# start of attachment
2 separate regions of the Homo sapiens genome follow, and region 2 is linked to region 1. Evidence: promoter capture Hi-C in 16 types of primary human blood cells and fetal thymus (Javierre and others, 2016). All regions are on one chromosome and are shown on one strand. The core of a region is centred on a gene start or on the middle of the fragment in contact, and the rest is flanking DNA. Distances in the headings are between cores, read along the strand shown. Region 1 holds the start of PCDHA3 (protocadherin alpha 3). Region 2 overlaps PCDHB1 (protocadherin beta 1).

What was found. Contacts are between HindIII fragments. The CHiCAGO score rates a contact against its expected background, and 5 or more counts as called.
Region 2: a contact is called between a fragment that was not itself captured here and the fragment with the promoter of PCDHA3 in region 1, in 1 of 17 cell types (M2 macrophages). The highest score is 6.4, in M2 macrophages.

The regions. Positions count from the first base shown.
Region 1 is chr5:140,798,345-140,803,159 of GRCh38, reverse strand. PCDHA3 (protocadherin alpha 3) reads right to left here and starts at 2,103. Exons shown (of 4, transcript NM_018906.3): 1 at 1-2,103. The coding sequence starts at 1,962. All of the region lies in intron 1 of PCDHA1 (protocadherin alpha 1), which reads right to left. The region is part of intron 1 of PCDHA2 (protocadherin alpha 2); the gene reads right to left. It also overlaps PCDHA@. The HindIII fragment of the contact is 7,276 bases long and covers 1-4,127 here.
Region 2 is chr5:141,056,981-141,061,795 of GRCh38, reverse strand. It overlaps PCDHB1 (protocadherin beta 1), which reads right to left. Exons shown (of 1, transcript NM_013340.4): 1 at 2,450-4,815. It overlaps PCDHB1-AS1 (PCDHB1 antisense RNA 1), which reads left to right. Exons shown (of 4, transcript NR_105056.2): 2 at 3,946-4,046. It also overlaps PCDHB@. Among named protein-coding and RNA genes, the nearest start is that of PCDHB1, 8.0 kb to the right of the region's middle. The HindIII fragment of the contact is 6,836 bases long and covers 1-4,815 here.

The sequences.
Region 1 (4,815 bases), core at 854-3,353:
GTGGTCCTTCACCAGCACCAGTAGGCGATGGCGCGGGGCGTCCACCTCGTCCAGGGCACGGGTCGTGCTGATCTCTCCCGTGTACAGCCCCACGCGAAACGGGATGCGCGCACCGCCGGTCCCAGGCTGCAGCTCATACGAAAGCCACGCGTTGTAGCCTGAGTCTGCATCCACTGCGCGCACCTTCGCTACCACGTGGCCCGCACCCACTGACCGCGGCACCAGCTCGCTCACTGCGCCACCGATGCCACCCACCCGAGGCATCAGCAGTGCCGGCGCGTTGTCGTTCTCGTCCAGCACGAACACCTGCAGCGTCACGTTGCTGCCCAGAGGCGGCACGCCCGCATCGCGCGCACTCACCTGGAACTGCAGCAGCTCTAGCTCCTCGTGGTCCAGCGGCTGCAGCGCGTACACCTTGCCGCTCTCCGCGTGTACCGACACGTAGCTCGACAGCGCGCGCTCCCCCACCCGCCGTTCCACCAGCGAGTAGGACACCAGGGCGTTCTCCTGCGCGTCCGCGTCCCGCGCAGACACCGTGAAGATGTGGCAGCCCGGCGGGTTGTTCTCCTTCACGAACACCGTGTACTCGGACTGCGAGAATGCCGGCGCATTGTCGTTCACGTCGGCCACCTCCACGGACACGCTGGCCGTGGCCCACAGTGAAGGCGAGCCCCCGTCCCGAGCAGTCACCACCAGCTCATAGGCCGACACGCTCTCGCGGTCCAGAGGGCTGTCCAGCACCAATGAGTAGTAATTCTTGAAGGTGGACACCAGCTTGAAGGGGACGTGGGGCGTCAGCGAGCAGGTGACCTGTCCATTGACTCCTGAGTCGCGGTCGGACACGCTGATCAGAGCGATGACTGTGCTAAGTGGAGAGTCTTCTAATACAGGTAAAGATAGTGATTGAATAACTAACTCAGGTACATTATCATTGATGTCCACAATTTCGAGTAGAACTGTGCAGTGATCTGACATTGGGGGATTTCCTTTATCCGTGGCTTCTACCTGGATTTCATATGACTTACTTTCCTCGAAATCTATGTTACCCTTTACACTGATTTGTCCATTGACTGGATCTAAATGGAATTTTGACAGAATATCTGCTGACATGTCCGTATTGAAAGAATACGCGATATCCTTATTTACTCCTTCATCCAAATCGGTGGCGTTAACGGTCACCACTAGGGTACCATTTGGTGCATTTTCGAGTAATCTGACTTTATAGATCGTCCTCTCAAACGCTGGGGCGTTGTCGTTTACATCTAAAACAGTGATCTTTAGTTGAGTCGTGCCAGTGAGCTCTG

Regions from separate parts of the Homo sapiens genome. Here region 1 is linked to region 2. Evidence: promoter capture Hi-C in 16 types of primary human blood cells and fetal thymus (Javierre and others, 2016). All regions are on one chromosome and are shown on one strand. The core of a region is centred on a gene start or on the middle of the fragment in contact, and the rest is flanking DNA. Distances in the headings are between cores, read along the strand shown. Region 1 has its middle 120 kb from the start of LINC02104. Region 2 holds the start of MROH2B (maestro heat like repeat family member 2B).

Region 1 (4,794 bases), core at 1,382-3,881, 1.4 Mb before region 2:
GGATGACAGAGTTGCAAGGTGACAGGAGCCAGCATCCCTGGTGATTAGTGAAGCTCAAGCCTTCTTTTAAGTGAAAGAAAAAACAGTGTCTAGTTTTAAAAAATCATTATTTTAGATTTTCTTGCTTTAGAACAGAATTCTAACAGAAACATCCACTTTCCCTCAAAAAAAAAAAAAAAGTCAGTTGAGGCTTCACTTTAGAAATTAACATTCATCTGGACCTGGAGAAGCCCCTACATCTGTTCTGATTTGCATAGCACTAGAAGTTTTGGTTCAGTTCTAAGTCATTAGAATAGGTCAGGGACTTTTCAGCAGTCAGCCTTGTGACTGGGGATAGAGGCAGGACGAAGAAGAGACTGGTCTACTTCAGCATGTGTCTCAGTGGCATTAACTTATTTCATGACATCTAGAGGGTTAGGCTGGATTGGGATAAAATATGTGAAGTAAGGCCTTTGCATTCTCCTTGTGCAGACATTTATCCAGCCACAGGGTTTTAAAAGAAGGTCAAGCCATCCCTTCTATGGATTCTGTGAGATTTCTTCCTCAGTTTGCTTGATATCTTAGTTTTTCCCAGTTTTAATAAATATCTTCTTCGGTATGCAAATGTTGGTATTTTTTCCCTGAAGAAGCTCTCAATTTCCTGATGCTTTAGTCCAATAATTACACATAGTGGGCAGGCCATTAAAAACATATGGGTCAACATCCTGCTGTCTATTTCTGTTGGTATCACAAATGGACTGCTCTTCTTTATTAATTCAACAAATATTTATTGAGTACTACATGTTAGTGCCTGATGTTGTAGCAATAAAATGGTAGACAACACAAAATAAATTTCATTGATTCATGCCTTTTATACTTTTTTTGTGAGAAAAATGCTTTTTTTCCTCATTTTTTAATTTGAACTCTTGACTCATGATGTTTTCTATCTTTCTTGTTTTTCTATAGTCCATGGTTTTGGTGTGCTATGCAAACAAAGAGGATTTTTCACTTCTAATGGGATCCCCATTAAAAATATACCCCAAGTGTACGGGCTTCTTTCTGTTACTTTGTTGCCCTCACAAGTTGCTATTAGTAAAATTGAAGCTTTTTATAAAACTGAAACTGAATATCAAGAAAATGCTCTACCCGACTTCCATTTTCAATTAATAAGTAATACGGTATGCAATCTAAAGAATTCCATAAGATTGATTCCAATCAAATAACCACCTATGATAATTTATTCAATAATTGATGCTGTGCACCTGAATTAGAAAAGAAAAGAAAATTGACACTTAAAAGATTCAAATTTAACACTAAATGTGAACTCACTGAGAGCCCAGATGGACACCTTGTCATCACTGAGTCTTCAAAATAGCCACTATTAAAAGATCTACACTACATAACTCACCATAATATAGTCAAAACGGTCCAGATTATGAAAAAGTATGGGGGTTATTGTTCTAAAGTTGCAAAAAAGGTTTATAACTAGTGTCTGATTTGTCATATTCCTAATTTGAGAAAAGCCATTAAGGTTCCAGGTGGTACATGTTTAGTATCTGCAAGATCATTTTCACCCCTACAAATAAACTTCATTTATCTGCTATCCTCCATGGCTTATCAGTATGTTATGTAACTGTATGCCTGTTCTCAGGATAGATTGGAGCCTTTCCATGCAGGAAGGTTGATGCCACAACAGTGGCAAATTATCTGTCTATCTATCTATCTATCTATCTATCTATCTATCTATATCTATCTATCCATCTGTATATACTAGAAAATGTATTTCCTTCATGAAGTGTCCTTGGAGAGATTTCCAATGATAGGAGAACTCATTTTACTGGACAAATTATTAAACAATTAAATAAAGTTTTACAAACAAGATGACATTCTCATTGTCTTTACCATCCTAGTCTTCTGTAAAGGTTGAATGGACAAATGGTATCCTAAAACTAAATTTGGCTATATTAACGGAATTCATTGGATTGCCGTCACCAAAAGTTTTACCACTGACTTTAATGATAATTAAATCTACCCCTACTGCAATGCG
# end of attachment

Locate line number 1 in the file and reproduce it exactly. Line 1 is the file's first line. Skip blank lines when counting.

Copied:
2 separate regions of the Homo sapiens genome follow, and region 2 is linked to region 1. Evidence: promoter capture Hi-C in 16 types of primary human blood cells and fetal thymus (Javierre and others, 2016). All regions are on one chromosome and are shown on one strand. The core of a region is centred on a gene start or on the middle of the fragment in contact, and the rest is flanking DNA. Distances in the headings are between cores, read along the strand shown. Region 1 holds the start of PCDHA3 (protocadherin alpha 3). Region 2 overlaps PCDHB1 (protocadherin beta 1).